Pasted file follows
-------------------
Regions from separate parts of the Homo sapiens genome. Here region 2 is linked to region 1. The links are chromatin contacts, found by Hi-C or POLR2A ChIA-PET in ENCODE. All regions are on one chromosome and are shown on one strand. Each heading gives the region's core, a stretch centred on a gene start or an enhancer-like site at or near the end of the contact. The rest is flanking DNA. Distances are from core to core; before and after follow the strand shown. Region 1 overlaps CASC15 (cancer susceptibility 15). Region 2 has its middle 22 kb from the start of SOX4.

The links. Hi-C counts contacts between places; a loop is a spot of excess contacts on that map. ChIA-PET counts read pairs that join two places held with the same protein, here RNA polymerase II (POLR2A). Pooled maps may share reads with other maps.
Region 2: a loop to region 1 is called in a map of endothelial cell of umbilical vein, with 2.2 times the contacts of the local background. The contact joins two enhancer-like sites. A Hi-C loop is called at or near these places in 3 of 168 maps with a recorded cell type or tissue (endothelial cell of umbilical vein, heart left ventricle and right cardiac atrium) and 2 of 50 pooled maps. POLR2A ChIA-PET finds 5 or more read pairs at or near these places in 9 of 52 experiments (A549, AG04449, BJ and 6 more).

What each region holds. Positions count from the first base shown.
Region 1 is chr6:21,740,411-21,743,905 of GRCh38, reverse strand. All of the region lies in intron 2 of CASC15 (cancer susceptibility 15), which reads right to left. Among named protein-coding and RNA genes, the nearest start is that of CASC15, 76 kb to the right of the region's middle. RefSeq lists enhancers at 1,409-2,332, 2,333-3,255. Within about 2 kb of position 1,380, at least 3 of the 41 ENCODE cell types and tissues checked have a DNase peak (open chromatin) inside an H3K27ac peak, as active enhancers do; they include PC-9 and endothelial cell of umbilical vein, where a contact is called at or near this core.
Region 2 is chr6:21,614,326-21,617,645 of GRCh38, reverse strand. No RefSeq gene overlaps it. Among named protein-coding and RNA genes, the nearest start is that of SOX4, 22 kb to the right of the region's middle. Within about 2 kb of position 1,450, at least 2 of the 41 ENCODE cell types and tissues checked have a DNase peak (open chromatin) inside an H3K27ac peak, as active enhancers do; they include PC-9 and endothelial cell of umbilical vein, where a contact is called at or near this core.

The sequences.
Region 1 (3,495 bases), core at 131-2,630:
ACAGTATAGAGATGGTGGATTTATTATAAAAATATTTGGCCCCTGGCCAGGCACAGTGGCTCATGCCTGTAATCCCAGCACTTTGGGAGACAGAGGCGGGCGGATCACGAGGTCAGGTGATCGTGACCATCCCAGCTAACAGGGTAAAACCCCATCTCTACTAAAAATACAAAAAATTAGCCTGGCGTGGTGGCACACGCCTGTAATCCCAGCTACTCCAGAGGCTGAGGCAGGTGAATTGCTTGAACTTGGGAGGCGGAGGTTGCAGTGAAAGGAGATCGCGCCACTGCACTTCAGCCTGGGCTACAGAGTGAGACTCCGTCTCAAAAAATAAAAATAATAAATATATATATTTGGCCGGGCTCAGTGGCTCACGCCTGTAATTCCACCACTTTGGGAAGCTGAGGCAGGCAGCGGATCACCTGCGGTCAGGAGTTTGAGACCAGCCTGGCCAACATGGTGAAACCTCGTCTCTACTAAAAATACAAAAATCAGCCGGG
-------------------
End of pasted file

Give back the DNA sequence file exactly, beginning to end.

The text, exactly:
Regions from separate parts of the Homo sapiens genome. Here region 2 is linked to region 1. The links are chromatin contacts, found by Hi-C or POLR2A ChIA-PET in ENCODE. All regions are on one chromosome and are shown on one strand. Each heading gives the region's core, a stretch centred on a gene start or an enhancer-like site at or near the end of the contact. The rest is flanking DNA. Distances are from core to core; before and after follow the strand shown. Region 1 overlaps CASC15 (cancer susceptibility 15). Region 2 has its middle 22 kb from the start of SOX4.

The links. Hi-C counts contacts between places; a loop is a spot of excess contacts on that map. ChIA-PET counts read pairs that join two places held with the same protein, here RNA polymerase II (POLR2A). Pooled maps may share reads with other maps.
Region 2: a loop to region 1 is called in a map of endothelial cell of umbilical vein, with 2.2 times the contacts of the local background. The contact joins two enhancer-like sites. A Hi-C loop is called at or near these places in 3 of 168 maps with a recorded cell type or tissue (endothelial cell of umbilical vein, heart left ventricle and right cardiac atrium) and 2 of 50 pooled maps. POLR2A ChIA-PET finds 5 or more read pairs at or near these places in 9 of 52 experiments (A549, AG04449, BJ and 6 more).

What each region holds. Positions count from the first base shown.
Region 1 is chr6:21,740,411-21,743,905 of GRCh38, reverse strand. All of the region lies in intron 2 of CASC15 (cancer susceptibility 15), which reads right to left. Among named protein-coding and RNA genes, the nearest start is that of CASC15, 76 kb to the right of the region's middle. RefSeq lists enhancers at 1,409-2,332, 2,333-3,255. Within about 2 kb of position 1,380, at least 3 of the 41 ENCODE cell types and tissues checked have a DNase peak (open chromatin) inside an H3K27ac peak, as active enhancers do; they include PC-9 and endothelial cell of umbilical vein, where a contact is called at or near this core.
Region 2 is chr6:21,614,326-21,617,645 of GRCh38, reverse strand. No RefSeq gene overlaps it. Among named protein-coding and RNA genes, the nearest start is that of SOX4, 22 kb to the right of the region's middle. Within about 2 kb of position 1,450, at least 2 of the 41 ENCODE cell types and tissues checked have a DNase peak (open chromatin) inside an H3K27ac peak, as active enhancers do; they include PC-9 and endothelial cell of umbilical vein, where a contact is called at or near this core.

The sequences.
Region 1 (3,495 bases), core at 131-2,630:
ACAGTATAGAGATGGTGGATTTATTATAAAAATATTTGGCCCCTGGCCAGGCACAGTGGCTCATGCCTGTAATCCCAGCACTTTGGGAGACAGAGGCGGGCGGATCACGAGGTCAGGTGATCGTGACCATCCCAGCTAACAGGGTAAAACCCCATCTCTACTAAAAATACAAAAAATTAGCCTGGCGTGGTGGCACACGCCTGTAATCCCAGCTACTCCAGAGGCTGAGGCAGGTGAATTGCTTGAACTTGGGAGGCGGAGGTTGCAGTGAAAGGAGATCGCGCCACTGCACTTCAGCCTGGGCTACAGAGTGAGACTCCGTCTCAAAAAATAAAAATAATAAATATATATATTTGGCCGGGCTCAGTGGCTCACGCCTGTAATTCCACCACTTTGGGAAGCTGAGGCAGGCAGCGGATCACCTGCGGTCAGGAGTTTGAGACCAGCCTGGCCAACATGGTGAAACCTCGTCTCTACTAAAAATACAAAAATCAGCCGGG